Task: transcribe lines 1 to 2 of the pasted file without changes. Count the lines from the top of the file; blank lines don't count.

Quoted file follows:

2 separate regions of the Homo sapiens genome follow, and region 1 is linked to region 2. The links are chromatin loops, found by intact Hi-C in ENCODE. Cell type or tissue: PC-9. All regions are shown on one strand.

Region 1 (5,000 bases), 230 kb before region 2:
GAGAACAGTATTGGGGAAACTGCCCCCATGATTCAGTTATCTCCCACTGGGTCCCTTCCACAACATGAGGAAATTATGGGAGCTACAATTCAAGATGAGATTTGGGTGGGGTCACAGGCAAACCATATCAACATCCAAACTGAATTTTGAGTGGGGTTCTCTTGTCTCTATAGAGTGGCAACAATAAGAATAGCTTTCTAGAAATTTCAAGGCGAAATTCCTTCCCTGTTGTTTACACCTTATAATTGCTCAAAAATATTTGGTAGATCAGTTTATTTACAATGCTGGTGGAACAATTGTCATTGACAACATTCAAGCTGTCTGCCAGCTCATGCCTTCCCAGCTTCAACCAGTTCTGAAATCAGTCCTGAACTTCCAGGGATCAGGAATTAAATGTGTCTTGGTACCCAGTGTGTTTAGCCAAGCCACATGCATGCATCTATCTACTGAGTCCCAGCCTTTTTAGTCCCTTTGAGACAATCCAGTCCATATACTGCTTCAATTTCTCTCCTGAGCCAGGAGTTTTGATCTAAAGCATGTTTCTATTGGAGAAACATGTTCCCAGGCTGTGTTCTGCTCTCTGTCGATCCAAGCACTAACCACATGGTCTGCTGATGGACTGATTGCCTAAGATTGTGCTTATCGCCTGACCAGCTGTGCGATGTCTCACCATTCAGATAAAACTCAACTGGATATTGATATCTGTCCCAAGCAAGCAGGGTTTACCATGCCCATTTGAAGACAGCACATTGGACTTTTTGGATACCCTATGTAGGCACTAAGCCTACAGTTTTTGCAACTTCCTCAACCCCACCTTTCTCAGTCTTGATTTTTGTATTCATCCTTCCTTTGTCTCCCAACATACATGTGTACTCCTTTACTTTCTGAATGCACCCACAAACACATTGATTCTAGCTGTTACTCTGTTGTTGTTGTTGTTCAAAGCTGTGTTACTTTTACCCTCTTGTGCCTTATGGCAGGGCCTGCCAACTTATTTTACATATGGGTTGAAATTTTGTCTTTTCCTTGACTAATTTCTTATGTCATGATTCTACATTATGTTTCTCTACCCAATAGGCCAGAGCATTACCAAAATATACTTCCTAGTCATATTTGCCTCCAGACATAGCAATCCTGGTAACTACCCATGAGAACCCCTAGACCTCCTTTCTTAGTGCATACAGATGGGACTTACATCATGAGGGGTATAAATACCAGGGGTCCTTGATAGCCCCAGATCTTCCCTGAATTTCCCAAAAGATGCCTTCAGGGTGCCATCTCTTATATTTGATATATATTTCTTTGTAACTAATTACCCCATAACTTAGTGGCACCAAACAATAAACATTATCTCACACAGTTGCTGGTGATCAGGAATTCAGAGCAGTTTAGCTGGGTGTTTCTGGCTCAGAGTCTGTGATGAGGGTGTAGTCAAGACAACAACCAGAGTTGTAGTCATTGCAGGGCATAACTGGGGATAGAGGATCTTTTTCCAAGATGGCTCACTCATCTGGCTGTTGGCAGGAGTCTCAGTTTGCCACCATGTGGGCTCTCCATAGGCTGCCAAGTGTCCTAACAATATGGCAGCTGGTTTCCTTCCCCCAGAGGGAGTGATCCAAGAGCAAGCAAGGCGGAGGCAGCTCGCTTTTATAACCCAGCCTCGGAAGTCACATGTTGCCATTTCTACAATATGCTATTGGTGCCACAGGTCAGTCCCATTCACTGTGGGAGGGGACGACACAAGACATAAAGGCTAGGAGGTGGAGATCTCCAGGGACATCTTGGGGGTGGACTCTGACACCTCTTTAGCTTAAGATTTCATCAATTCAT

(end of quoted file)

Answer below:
2 separate regions of the Homo sapiens genome follow, and region 1 is linked to region 2. The links are chromatin loops, found by intact Hi-C in ENCODE. Cell type or tissue: PC-9. All regions are shown on one strand.

Region 1 (5,000 bases), 230 kb before region 2: